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McCormick debuts X7 tractors

Introduced at Germany’s Agritechnica last November, the first X7 Series tractors to arrive in North America were on display at Canada’s Farm Progress Show in June

Here in Canada, farmers didn’t hear a lot of news from McCormick during the past couple of years. But as it turns out, the brand that is part of Italian company ARGO’s stable had been quietly working on developing an entirely new series of mid-range, MFWD tractors with a wider range of options and broader market appeal.

McCormick proudly unveiled the result of that R&D effort, the new X7 Series tractors, last November in Hannover Germany at Agritechnica. In June the brand gave visitors to Canada’s Farm Progress the privilege of being the first North American farmers to see three of these 143 to 212 horsepower tractors on home turf.

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“We pushed really hard to have them here at this show,” said Sergio Correia, national sales manager for McCormick, during the event. “These are the first full-production units in North America.”

The new, six-model X7 Series actually replaces the brand’s previous top three most powerful lines. And when it comes to available options and updated design, the new tractors push the envelope compared to what their predecessors offered.

“It’s very exciting for us,” added Correia. “The X7 is going to be replacing our three high horsepower series: X, MTX and TTX. And it’s a big step up for us in functionality and build quality. This is taking that to a new level for us. It’s our way of saying we’re not just a simple, basic tractor.”

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Under X7 hoods, the “Beta-Power” diesel engines are built by Fiat Powertrain Technologies, making them the same engines used in some Case IH and New Holland machines. The three smallest X7s get 4.5-litre, 16-valve, four-cylinders, while the three largest tractors use the 6.7-litre, 24-valve power plant.

To cope with the extra power from the 6.7s, the largest three models get heavier chassis. The two largest models, the X7.670 and X7.680, get a longer wheelbase than the other four and even more chassis weight than the 175 horsepower X7.660, the smallest of the six-cylinder models.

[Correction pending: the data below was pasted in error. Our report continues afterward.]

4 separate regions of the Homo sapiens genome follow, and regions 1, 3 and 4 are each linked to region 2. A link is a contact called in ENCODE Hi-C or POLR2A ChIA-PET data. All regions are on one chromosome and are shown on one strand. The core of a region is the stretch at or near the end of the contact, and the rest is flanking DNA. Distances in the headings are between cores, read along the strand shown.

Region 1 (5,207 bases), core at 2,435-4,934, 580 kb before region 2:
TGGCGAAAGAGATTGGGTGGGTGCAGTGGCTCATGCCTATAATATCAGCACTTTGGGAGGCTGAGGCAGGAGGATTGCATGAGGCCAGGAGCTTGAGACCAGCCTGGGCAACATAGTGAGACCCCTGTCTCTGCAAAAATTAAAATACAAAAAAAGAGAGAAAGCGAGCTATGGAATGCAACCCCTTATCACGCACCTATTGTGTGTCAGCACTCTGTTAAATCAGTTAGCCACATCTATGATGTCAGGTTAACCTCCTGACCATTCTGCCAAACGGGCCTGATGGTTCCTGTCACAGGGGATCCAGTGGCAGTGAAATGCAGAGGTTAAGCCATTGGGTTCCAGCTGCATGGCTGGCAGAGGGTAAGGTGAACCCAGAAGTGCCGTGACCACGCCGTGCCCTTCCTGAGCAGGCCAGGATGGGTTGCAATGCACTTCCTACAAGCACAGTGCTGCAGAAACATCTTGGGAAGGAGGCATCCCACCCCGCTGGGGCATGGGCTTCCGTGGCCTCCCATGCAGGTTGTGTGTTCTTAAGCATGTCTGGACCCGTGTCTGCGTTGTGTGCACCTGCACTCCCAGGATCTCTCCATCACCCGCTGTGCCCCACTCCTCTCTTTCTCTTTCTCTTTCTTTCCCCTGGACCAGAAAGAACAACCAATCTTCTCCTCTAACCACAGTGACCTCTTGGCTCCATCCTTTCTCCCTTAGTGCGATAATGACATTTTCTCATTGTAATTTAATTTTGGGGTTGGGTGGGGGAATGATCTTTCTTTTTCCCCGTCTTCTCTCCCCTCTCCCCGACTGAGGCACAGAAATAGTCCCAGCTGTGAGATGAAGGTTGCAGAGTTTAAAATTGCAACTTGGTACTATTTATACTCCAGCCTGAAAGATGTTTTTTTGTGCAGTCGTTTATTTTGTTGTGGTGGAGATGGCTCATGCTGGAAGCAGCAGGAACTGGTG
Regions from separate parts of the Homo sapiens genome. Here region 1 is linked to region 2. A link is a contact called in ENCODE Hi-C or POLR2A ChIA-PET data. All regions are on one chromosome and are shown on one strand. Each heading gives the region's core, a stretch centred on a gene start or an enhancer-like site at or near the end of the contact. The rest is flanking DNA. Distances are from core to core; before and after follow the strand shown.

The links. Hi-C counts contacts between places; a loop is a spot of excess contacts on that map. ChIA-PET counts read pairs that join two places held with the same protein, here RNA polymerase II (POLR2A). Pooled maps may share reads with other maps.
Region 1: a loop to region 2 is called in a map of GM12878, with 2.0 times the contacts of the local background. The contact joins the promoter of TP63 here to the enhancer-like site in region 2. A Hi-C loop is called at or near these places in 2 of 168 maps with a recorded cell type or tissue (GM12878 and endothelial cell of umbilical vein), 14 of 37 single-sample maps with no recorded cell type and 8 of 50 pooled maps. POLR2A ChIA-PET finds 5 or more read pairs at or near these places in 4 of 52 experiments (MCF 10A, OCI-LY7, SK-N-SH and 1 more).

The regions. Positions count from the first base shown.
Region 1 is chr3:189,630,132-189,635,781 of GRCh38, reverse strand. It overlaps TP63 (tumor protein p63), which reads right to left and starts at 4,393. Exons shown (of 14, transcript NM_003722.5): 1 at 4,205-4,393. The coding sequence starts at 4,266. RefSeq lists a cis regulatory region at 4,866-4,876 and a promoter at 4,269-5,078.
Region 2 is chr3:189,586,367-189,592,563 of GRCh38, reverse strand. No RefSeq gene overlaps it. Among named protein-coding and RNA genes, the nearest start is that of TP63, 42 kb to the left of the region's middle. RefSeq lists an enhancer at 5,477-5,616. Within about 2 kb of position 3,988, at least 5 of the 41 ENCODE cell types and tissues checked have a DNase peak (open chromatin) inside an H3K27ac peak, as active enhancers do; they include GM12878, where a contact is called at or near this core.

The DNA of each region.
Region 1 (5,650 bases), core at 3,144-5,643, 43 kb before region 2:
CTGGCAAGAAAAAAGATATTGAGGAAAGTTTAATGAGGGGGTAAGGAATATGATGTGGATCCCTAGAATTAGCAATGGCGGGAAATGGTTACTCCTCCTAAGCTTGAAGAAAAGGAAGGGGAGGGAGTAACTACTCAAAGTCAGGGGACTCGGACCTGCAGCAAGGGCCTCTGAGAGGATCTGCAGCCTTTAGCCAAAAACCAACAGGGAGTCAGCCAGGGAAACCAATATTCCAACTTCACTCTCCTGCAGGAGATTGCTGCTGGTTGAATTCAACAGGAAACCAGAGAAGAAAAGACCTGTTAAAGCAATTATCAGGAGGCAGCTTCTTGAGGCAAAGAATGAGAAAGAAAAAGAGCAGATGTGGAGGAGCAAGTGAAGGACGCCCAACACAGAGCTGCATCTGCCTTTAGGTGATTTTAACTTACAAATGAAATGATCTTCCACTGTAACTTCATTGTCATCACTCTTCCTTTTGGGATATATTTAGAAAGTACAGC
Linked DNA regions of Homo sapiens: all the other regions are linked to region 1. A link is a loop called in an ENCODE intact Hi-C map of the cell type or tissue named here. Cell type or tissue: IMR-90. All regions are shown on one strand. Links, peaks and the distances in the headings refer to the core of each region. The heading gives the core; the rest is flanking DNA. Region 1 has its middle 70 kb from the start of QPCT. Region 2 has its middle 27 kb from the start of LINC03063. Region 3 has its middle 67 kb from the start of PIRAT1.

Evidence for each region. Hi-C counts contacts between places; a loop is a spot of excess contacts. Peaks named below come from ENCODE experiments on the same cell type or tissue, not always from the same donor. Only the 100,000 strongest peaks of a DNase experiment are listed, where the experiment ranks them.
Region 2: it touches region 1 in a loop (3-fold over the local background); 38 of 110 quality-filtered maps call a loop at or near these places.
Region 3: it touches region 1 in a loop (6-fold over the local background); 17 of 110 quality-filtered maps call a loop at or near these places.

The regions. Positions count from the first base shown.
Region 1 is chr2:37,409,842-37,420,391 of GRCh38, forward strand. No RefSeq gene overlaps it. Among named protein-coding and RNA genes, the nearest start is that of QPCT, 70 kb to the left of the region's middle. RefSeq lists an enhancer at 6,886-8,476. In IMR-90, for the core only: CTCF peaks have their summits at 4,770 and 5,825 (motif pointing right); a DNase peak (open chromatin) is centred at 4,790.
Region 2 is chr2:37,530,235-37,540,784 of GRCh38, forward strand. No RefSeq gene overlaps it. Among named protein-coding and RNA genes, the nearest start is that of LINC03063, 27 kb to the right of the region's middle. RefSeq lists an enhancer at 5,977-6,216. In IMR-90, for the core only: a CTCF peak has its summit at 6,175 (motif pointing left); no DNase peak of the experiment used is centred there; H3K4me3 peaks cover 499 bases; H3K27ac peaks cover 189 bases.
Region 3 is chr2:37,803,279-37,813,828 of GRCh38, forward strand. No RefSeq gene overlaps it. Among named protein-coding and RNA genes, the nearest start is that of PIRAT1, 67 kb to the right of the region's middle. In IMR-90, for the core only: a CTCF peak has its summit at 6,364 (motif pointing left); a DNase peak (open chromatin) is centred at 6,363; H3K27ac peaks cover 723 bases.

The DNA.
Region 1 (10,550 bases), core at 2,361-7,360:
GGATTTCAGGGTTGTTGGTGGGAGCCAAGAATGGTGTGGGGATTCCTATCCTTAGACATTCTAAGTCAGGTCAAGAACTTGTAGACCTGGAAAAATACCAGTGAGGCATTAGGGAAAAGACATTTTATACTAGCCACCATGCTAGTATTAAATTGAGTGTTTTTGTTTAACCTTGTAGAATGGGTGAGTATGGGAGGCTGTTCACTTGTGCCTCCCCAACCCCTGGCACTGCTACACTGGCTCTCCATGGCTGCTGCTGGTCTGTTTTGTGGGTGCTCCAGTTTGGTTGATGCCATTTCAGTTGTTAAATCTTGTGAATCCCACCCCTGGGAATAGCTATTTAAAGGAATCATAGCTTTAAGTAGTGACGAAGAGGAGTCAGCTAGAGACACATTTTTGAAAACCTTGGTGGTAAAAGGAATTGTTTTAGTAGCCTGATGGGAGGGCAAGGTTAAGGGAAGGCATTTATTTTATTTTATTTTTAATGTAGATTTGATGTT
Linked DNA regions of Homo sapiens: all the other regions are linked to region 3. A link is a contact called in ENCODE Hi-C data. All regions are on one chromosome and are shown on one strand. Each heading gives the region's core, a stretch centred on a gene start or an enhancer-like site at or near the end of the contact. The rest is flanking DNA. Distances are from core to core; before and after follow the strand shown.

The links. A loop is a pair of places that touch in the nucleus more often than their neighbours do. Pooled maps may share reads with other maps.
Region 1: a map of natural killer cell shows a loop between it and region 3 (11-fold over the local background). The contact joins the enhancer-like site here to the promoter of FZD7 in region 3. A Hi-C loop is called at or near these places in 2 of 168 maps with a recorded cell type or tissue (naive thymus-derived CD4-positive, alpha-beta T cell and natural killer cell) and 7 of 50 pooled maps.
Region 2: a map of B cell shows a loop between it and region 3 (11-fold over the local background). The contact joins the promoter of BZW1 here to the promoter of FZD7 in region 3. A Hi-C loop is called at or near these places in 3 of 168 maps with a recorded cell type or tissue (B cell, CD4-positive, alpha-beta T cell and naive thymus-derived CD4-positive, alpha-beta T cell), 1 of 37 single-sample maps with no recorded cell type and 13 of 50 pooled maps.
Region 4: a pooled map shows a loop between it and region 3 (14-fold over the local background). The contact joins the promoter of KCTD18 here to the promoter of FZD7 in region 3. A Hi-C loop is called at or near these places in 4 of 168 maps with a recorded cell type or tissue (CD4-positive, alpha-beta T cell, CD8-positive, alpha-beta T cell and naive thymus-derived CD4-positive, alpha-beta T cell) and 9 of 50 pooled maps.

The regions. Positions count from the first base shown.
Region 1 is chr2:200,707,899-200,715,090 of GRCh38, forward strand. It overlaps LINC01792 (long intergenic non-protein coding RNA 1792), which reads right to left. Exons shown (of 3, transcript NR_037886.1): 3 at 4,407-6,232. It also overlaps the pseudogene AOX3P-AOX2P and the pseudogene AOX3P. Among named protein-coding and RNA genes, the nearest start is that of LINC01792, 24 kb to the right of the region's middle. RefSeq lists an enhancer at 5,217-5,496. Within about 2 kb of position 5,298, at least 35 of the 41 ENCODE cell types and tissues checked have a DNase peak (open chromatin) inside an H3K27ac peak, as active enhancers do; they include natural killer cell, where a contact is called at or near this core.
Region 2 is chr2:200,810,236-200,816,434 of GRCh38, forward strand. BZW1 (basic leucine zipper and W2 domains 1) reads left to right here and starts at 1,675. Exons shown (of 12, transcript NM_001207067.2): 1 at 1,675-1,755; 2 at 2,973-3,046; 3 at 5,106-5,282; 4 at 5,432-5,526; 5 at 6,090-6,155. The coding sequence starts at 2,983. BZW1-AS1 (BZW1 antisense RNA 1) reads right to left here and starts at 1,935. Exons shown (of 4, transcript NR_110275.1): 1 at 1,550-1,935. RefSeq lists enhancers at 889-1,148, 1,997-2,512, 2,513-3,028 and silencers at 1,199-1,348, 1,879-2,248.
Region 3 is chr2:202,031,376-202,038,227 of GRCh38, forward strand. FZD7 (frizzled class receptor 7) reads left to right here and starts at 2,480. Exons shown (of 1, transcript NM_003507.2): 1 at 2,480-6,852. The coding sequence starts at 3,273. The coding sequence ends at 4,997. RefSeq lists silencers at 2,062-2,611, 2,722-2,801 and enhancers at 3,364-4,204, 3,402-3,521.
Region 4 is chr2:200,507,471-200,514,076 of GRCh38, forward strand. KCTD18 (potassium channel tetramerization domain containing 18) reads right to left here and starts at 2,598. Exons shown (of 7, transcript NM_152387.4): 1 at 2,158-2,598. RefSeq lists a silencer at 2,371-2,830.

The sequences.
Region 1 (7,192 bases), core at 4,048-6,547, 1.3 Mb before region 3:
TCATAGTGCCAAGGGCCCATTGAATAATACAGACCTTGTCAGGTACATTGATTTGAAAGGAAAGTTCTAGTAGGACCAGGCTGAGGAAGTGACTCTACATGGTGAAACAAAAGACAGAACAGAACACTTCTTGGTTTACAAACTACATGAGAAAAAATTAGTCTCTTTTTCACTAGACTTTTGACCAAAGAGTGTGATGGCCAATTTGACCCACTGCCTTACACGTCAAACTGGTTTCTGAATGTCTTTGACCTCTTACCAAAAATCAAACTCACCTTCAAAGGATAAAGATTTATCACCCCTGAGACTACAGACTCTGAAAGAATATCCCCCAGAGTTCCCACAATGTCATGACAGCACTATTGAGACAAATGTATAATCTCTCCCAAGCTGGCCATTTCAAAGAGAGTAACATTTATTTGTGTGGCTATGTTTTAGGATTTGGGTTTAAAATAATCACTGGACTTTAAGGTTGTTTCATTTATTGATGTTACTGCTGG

Engine Power on all six models flows through a “Pro Drive” 24-speed semi-powershift with power shuttle built by ZF, which allows for clutch-less reversing. These gearboxes also offer an “eco 40” feature, providing a 40 k.p.h. road speed at reduced revs. A 40-speed creeper version of the Pro Drive is also an option.

“It’s a six-range semi-powershift,” explained Correia. “It has robotized range shifting, so when you drive it, it feels like a full powershift. We also have a function called APS, Automatic Powershift. When that is engaged it will automatically shift up and down within the range, depending on your r.p.m. If you lower your r.p.m. it will downshift for you; increase your r.p.m. and it will upshift for you.”

“Right now it (APS) is just within the powershifts, but we hope next year it will be released within the ranges as well. So it will be almost a full automatic transmission within the 40 gears.”

“We will have a variable (CVT) transmission released next year. It was launched last year at Agritechnica. We are hoping to see that (in Canada) sometime mid next year. We haven’t announced it to our market yet, but it’s one of those things that will be coming on this series.”

To go with the new body styling is an all-new, larger cab that represents a giant leap forward in ergonomics compared to previous models. In front of the seat, the steering wheel and dashboard tilt in unison. On the right, the new armrest includes a multi-function lever with programmable control features for push-button shifting and implement control.

“The cab is 100 per cent new for us,” adds Correia. “We feel the build quality and materials used are reminiscent of the automotive industry. The fit and finish of it, we feel, are a step up from what we’ve had in the past. It’s a tractor that you definitely need to sit in the seat (of).”

Although McCormick doesn’t offer its own guidance system, the X7 models come equipped for auto steer, with steering sensors on the front axle as standard equipment. “It’s very much plug and play,” he added.

The X7s haven’t yet had a date with examiners at the Nebraska Tractor Test Lab or the DLG test facility in Germany, but Correia said arrangements have already been made to get models to Nebraska as soon as possible.

And for those who still like the basic features McCormick tractors were originally noted for, X7s can still be spec’d out that way even though the options list is a long one.

“For McCormick as a brand, we made a name for ourselves with the MTX, which is a very simple product that doesn’t have a lot of bells and whistles,” said Correia. “But no one should be scared off by the X7. Although the functionality is there, it can still be kept very simple.”

About the author


Scott Garvey

Scott Garvey is a freelance writer and video producer. He is also the former machinery editor at Grainews.



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